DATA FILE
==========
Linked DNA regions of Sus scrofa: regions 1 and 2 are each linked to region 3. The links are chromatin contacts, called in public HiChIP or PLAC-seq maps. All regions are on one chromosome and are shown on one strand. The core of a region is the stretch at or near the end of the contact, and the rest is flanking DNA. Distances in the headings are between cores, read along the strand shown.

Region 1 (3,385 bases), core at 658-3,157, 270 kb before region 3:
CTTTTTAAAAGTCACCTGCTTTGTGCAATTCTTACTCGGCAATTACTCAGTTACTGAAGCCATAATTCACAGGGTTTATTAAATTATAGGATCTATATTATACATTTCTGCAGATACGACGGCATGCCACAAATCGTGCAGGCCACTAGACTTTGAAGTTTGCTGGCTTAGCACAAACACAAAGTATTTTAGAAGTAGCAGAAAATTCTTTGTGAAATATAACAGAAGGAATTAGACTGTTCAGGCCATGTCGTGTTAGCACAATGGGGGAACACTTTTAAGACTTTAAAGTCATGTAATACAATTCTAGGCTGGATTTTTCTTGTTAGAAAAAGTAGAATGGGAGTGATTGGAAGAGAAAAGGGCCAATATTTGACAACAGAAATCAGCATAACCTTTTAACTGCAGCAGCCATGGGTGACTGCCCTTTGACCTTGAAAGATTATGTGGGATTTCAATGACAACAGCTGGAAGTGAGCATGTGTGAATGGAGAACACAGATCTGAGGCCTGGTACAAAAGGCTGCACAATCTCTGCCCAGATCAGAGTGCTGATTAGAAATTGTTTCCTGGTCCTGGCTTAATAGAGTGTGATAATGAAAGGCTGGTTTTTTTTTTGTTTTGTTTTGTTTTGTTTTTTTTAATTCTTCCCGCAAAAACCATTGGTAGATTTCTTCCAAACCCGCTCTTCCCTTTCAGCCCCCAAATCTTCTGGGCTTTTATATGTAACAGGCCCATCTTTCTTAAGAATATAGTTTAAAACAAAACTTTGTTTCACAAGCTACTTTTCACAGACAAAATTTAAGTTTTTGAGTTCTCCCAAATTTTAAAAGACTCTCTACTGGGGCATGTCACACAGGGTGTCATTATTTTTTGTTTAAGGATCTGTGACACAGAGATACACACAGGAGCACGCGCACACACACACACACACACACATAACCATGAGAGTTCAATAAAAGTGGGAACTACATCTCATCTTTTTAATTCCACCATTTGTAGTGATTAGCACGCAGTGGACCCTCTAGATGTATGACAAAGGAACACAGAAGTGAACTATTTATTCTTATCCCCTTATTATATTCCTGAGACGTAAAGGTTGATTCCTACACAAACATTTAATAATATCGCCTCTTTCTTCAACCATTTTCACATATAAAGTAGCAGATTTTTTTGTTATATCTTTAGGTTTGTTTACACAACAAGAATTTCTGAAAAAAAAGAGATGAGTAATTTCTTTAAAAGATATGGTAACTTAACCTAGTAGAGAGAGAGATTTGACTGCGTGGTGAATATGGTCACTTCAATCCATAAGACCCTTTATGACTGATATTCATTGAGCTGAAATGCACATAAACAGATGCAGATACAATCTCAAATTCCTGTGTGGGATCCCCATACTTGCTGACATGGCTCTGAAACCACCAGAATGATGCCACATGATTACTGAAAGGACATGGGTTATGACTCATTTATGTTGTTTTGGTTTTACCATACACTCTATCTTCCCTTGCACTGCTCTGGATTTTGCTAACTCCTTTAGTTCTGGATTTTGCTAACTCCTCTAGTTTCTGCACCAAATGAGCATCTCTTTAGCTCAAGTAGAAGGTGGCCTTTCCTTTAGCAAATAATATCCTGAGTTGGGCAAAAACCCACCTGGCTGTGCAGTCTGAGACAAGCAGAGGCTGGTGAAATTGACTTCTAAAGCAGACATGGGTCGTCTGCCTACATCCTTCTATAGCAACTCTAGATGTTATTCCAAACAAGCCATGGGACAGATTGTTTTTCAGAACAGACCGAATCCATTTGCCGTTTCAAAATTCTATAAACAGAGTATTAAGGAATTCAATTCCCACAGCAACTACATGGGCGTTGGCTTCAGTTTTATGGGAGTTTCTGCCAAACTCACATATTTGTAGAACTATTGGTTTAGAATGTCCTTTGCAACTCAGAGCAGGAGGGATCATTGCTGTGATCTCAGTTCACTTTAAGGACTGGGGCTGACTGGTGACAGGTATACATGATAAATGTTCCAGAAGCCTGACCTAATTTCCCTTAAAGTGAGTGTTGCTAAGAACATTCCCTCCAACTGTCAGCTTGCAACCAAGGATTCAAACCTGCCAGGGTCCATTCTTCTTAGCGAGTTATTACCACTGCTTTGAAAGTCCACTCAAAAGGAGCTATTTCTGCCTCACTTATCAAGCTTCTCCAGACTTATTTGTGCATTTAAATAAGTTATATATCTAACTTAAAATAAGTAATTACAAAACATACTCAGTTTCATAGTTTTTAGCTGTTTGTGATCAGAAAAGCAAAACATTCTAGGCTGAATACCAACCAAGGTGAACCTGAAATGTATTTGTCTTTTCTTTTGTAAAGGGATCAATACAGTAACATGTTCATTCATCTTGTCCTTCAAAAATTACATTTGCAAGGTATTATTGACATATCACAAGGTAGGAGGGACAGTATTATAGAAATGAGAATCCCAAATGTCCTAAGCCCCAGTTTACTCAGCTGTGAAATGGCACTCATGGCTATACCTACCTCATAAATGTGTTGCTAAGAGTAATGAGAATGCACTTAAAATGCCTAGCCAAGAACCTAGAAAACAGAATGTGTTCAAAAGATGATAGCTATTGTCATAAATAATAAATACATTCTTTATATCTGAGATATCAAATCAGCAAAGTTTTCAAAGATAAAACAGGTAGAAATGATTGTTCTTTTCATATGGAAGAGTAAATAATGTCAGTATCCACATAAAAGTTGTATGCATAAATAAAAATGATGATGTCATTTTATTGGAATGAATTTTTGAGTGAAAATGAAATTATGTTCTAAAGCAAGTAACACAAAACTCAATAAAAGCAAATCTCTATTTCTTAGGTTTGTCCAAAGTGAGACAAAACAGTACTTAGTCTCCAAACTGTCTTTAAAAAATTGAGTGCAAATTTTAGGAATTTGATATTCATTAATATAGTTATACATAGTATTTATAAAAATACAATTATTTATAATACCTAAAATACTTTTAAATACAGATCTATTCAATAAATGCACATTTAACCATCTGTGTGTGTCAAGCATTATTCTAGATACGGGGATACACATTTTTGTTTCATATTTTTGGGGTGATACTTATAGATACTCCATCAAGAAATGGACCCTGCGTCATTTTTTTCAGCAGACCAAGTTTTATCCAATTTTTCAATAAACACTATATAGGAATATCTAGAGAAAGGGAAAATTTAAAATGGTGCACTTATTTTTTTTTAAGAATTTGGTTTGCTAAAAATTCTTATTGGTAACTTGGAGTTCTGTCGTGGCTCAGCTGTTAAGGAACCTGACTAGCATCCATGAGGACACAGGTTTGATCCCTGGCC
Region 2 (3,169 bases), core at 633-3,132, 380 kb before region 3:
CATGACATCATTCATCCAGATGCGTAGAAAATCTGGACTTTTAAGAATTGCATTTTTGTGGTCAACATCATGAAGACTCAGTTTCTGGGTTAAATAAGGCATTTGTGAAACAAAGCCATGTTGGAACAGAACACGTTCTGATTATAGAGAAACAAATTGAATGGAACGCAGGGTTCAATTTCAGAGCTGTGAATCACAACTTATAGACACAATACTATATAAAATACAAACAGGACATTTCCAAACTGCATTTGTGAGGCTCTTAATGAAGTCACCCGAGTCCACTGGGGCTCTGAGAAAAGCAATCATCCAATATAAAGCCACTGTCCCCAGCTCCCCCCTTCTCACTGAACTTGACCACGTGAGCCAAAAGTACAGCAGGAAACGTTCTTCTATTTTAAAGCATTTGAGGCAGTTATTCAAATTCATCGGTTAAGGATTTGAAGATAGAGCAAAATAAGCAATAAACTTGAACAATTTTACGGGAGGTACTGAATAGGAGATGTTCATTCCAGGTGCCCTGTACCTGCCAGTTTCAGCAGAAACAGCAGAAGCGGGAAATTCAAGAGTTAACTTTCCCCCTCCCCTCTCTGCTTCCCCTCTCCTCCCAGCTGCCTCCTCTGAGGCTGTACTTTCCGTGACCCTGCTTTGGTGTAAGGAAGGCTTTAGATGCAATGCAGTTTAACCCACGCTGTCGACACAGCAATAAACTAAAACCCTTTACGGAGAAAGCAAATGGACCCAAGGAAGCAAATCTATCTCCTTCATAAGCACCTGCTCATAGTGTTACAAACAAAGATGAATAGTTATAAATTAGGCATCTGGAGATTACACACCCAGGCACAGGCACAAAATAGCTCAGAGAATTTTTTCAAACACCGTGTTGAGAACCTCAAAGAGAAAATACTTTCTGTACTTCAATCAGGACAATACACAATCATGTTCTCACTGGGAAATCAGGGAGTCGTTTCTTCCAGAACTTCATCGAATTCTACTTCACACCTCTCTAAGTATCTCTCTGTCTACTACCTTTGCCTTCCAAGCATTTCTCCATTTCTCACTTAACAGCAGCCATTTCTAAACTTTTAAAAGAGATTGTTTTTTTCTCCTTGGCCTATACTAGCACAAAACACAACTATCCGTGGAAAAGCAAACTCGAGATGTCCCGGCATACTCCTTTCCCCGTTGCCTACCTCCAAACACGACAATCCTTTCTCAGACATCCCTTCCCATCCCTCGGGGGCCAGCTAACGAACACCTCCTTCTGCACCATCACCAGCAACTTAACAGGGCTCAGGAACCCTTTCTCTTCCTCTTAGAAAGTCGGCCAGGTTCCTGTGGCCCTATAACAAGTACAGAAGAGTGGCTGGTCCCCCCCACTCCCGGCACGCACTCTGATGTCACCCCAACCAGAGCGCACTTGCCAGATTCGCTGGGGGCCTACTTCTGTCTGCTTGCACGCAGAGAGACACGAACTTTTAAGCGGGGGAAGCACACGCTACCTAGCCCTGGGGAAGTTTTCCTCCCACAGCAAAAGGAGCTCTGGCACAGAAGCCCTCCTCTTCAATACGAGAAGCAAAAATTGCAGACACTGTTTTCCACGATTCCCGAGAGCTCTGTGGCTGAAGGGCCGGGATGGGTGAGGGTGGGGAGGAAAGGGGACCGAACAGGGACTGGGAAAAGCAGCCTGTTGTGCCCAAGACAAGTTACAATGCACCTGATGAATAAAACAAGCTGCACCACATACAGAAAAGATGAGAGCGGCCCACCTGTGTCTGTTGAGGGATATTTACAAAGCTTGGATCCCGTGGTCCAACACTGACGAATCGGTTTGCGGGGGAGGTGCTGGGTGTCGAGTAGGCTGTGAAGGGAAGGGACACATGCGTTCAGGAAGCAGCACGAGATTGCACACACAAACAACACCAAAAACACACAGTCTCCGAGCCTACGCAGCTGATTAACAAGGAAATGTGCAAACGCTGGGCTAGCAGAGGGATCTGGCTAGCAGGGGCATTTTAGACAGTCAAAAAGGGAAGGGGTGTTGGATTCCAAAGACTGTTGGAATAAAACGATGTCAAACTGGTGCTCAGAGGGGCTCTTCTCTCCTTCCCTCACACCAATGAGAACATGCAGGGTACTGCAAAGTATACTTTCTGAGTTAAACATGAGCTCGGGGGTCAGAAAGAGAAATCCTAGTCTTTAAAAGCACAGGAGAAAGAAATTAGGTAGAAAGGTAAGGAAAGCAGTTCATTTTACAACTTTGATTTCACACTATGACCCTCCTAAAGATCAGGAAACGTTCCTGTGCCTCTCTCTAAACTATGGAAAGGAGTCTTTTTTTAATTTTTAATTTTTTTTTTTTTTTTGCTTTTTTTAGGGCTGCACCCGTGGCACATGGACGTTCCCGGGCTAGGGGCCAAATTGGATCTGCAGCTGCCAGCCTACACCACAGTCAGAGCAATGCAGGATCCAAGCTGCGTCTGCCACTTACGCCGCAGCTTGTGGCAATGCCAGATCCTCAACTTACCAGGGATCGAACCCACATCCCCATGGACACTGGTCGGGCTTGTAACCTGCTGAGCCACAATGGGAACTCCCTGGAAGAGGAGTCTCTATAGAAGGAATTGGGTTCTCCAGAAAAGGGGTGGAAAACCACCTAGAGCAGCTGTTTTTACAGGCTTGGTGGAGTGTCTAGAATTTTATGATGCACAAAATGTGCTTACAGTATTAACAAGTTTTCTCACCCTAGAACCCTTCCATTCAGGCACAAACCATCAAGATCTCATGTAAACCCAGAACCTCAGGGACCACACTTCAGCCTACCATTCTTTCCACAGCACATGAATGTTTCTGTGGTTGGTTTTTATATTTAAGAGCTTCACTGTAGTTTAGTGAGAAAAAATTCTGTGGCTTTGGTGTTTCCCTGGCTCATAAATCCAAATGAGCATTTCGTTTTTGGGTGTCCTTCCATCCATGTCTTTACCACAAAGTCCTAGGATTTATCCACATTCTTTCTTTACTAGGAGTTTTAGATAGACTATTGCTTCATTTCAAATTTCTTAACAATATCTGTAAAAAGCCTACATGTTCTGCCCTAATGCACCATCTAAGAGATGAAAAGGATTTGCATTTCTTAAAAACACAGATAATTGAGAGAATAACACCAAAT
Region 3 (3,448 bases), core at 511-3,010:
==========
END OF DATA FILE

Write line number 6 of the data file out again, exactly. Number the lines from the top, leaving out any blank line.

Region 3 (3,448 bases), core at 511-3,010: